Euronews: If we change tack slightly, and we look at the Israeli-Palestinian conflict, on another of your borders, the western border, where peace there seems pretty much impossible at the moment. Do you think that a change of leadership is required to re-start, to kick-start that peace process, and what role can Jordan play?

King Abdullah: Well, it is not for me to say about leaders. The leaders represent their own people. But what I will say is that we have to have an ability to solve the Israeli-Palestinian problem, especially with what I have been talking about.

So, to see an extremist trying to create a problem in the Holy City of Jerusalem, when we are dealing with this global war on extremism, makes no sense at all. We are dealing with this international problem and we are leaving it to certain extremists that want to create a religious conflict in Jerusalem, is to me asinine.

And every single time there is no negotiation violence flares.

Israelis hate it when we say that the Palestinian issue is part of the problem, the extremists use the plight of the Palestinians and Jerusalem as their rallying cry. So, that is part of the problem. We have to take the future of the Palestinians and Jerusalem as something that we have to solve, otherwise, how are we going to win this global problem if there is denial on the Israeli side that it has got nothing to do with them.

Euronews: And we see so much, so many crises on different fronts. We see the refugee crisis, we see ISIL/Daesh, we see economic crises and we also see proxy wars taking place on so many different fronts. Do you get the impression that things are beginning to spiral out of control?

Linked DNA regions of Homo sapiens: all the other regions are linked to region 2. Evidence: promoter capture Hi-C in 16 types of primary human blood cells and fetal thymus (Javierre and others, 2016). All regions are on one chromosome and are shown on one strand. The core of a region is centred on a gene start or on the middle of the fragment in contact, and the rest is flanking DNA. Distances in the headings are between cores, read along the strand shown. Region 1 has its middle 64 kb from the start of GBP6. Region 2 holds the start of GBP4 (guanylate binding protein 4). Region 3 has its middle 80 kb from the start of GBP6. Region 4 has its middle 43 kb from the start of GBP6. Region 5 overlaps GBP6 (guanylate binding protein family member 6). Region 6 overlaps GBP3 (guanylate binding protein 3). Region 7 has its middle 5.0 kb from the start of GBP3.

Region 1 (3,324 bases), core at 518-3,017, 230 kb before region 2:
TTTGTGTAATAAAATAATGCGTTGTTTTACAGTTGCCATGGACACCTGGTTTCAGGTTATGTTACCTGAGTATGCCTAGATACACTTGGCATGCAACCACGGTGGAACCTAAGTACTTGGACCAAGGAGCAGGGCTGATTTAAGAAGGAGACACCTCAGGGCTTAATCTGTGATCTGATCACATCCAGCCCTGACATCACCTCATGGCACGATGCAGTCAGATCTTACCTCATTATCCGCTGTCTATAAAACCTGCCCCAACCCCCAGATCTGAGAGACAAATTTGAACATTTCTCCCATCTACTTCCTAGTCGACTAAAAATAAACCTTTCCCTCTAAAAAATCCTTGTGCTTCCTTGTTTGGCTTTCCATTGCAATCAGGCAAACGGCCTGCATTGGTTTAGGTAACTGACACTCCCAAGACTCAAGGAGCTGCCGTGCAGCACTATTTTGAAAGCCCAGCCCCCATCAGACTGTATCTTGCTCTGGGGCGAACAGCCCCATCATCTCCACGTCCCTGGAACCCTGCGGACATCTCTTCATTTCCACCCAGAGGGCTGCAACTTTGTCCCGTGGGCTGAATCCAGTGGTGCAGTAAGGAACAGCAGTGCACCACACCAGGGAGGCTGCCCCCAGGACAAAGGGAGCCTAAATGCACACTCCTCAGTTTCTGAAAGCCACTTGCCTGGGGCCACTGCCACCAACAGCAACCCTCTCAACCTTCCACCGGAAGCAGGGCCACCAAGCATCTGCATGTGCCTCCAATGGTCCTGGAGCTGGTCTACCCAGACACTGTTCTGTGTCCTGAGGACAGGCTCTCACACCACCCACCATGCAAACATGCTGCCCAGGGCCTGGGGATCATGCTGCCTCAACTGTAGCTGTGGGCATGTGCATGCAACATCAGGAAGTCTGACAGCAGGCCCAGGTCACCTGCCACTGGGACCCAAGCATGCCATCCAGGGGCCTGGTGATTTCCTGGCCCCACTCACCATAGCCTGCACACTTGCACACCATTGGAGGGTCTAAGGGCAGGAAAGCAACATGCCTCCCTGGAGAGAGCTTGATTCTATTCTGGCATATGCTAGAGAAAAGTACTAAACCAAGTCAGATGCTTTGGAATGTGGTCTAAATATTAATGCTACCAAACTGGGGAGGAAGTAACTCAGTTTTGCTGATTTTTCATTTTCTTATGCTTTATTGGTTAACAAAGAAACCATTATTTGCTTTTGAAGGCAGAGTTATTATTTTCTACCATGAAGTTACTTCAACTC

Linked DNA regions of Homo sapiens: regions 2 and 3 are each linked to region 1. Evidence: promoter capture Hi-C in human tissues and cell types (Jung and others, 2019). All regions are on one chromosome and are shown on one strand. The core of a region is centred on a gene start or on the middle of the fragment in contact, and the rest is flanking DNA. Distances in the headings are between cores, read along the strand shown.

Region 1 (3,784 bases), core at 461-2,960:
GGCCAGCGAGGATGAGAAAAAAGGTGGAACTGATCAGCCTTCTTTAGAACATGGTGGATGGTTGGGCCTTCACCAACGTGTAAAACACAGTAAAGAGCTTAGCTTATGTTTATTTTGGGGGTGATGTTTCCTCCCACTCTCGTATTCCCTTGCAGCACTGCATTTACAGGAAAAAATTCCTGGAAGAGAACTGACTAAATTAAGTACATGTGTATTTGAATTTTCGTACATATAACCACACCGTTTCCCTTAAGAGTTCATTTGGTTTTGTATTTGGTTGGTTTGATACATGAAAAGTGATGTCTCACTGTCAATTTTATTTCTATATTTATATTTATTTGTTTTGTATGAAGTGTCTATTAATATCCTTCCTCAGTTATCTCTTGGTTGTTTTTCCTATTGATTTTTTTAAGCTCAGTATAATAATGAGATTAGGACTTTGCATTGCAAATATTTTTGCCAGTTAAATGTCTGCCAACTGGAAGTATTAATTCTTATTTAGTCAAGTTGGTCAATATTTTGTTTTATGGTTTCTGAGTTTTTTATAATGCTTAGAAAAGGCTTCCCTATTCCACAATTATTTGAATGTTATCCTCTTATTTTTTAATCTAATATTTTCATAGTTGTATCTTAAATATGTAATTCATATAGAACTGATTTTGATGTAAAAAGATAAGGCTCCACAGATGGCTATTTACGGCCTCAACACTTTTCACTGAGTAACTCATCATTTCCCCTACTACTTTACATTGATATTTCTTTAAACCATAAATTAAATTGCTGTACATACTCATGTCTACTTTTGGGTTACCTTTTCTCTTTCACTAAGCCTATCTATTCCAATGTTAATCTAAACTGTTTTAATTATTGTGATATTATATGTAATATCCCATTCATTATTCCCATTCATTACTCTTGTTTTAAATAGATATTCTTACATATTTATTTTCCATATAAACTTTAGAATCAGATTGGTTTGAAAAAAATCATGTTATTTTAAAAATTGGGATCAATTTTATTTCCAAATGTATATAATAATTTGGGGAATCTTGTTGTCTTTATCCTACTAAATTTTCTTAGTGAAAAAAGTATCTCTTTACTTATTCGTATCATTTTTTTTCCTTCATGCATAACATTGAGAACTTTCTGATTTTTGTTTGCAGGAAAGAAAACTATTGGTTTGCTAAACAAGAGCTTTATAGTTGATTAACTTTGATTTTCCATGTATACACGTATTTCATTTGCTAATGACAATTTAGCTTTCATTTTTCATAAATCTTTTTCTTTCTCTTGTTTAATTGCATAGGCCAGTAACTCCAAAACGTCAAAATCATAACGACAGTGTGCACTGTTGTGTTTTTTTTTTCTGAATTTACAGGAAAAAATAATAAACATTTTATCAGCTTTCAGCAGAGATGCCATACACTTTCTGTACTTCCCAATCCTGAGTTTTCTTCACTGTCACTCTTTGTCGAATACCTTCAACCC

King Abdullah: Well, somebody said once to me it is just a Wednesday. I mean, it is a normal day’s work, I think, in this part of the world these days.

It is tough times, there is no doubt about that, but what I have seen recently is more of an awareness of the larger picture, more of an awareness of how to look at this strategically as opposed to tactically because quite honestly we have been tactical for the past several years.

There are a lot of things that I cannot really say in this interview, but there are meetings of minds around the world where there is a more strategic approach to these issues.

So, again, for example, the presence of the Russians in Syria has an opportunity to move this in the right direction. If we’re mature about it, if we all reach out to each other and try and find a solution for the Syrian people to try and finally bring this horrible conflict to an end for the betterment of the Syrian people, to try and bridge the gap between the Russians and the west, which will lead us to being able to have alliances elsewhere.

There are opportunities here. So, it all comes down to us. Are we going to grab those opportunities or are we going to stick our heads in the sand and let these opportunities take us past?  It is up to us.

Euronews: Your Majesty, many thanks for joining us on “The Global Conversation.”

King Abdullah: Thank you very much.